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Requiem for a first kiss

for The Brooklyn Paper
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Kisses are important things, crucial connections we have with one another as humans. They are necessary and joyous. They are awesome.

But should I be discussing them with my pre-teen boys?

I guess I have to when they bring them up.

“Do you and daddy make out?”

I look across the table, sigh, then turn back to face Eli, breathe in and out deeply, and dig in.

“Yes,” I say. “Actually we do.”

I look away like I always do when a scene in a movie or book or real life stresses me out. I think I see Eli nod, as if maybe he suspected as much and wanted to see if I would lie or dance around it. If this was a test, I crossed my fingers that maybe I had passed.

Kissing is clearly a hot topic among the 11-year-old set. Eli has asked me a number of times when I had my first kiss. I tell him it was with Eddie Caballero, when I was 12.

When he presses me for details, I explain I’m not sure who kissed who, but I hope it was a mutually agreed upon cataclysm.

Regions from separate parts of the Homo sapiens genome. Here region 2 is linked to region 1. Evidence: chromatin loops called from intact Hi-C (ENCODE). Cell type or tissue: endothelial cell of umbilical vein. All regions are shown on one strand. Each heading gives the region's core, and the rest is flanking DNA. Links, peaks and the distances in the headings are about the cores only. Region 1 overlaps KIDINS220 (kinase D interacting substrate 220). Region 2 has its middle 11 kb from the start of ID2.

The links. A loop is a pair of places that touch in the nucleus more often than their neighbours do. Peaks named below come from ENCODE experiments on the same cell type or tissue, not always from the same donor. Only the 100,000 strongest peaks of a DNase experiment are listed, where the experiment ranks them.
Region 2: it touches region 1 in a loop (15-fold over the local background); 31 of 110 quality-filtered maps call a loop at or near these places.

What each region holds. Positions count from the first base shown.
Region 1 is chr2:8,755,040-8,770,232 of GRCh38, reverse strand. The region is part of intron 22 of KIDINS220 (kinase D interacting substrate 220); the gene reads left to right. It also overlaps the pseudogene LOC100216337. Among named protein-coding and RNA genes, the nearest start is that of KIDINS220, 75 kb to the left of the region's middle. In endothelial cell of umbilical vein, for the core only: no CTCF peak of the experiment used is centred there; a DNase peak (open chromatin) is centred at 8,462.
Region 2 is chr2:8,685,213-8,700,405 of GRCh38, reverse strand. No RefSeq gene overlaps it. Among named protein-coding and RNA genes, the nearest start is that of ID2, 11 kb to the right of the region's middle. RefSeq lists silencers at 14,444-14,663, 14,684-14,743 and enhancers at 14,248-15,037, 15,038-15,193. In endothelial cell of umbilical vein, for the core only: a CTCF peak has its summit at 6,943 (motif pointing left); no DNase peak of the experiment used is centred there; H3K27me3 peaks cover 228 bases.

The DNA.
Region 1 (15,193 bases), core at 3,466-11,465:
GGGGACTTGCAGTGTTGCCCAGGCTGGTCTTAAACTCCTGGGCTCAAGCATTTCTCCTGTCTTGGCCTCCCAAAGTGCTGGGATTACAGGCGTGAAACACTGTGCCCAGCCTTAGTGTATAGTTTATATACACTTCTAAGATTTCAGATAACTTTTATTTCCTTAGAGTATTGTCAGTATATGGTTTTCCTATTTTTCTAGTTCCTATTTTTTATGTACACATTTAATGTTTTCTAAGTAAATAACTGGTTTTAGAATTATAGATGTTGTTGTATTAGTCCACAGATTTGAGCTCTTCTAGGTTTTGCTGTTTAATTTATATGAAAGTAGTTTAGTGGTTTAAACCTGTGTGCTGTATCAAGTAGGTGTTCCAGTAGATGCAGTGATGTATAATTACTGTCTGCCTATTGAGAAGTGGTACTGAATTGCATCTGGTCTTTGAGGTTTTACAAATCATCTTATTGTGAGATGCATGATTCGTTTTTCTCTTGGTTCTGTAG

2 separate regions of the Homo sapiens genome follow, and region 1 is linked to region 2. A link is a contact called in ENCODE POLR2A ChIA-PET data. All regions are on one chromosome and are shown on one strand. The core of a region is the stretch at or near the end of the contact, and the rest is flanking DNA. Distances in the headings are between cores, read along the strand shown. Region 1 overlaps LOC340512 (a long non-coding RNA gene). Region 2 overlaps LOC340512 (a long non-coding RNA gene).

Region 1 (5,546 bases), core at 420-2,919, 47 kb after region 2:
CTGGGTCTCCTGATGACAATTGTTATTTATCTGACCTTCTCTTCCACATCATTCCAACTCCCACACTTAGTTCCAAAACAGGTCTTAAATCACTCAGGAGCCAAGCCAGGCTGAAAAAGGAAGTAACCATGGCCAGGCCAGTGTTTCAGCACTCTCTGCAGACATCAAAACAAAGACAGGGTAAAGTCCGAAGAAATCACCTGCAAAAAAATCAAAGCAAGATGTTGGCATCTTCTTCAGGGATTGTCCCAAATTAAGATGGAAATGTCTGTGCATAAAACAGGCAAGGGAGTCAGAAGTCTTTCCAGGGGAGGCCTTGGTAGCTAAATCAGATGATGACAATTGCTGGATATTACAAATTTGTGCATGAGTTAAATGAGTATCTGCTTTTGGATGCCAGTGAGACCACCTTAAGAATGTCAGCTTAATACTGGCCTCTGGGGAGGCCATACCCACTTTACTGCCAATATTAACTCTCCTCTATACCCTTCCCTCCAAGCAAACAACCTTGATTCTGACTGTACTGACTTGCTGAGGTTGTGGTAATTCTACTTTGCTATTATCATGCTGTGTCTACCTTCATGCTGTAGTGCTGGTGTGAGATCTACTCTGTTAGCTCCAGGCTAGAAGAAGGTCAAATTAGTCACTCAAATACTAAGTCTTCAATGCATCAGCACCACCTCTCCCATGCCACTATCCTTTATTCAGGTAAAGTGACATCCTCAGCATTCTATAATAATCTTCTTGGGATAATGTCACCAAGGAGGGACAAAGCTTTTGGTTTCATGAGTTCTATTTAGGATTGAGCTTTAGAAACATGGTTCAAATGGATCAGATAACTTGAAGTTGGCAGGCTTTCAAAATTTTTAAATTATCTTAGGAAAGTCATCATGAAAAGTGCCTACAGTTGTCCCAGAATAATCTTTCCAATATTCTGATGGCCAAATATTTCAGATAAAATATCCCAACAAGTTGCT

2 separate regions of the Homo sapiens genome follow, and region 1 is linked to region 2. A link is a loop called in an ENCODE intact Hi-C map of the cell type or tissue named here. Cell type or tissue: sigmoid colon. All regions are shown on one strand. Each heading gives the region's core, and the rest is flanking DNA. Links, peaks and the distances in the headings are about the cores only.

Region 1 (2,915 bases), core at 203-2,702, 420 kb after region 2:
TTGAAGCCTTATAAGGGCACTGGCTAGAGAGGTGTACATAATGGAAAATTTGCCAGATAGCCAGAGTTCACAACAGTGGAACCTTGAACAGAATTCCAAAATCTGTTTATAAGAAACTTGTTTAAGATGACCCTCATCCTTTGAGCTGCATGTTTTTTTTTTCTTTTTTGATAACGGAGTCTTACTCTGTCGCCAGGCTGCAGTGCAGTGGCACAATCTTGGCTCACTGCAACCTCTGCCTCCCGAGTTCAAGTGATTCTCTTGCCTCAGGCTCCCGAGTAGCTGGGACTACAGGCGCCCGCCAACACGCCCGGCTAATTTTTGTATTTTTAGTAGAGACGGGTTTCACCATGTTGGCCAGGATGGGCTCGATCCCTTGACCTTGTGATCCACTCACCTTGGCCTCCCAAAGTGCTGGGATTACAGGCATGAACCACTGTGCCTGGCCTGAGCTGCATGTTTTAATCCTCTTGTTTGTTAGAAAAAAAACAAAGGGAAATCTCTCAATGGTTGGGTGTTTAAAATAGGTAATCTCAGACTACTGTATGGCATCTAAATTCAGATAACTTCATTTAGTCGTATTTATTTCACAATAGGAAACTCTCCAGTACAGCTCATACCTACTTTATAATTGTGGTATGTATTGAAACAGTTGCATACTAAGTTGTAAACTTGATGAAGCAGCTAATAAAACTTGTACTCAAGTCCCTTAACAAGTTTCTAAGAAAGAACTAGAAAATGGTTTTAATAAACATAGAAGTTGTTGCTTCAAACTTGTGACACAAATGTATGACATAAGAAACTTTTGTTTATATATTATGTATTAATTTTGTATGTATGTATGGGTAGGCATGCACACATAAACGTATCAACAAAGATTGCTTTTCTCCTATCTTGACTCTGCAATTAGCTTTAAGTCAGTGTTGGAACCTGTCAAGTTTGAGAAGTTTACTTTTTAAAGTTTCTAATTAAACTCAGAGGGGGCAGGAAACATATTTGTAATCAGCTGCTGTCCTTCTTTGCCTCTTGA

Then there is the matter of the why it happened at all.

I’m not sure the answer to that exists. It just happens.

I empathize with my progeny as he tries to wrap his head around that first fluttering of attraction that forced lips against lips after months of conversations after school. I understand that he wonders if a kiss is a sign of something even greater, of a crazy, secret connection between two people that he can only fantasize about.

I want so desperately to offer sound advice on who my kids should first kiss, on when, and where. I would love for the outcome to be phenomenal, the memory to be emblazoned forever as a pure positive.

I wants to explain it to my boys, with lots of mushy adjectives, the joys of making out when you feel really connected to someone.

But I hold back on the details, and certainly offer up no visuals. My husband and I are not very open when it comes to actually making out. That is kept behind closed doors, so to the boys, it is a weird, unknown world.

And so I move forward, maintaining something between silence and TMI on the subject of S-E-X and its nascent manifestations. I keep my fingers crossed that they will find their way. And I’m here if they need me, to field questions, even those questions that seem to have no answers.

Some things, I’ve been told, you cannot learn from your mother.

Read Fearless Parenting every other Thursday on BrooklynPaper.com.
Updated 5:38 pm, July 9, 2018
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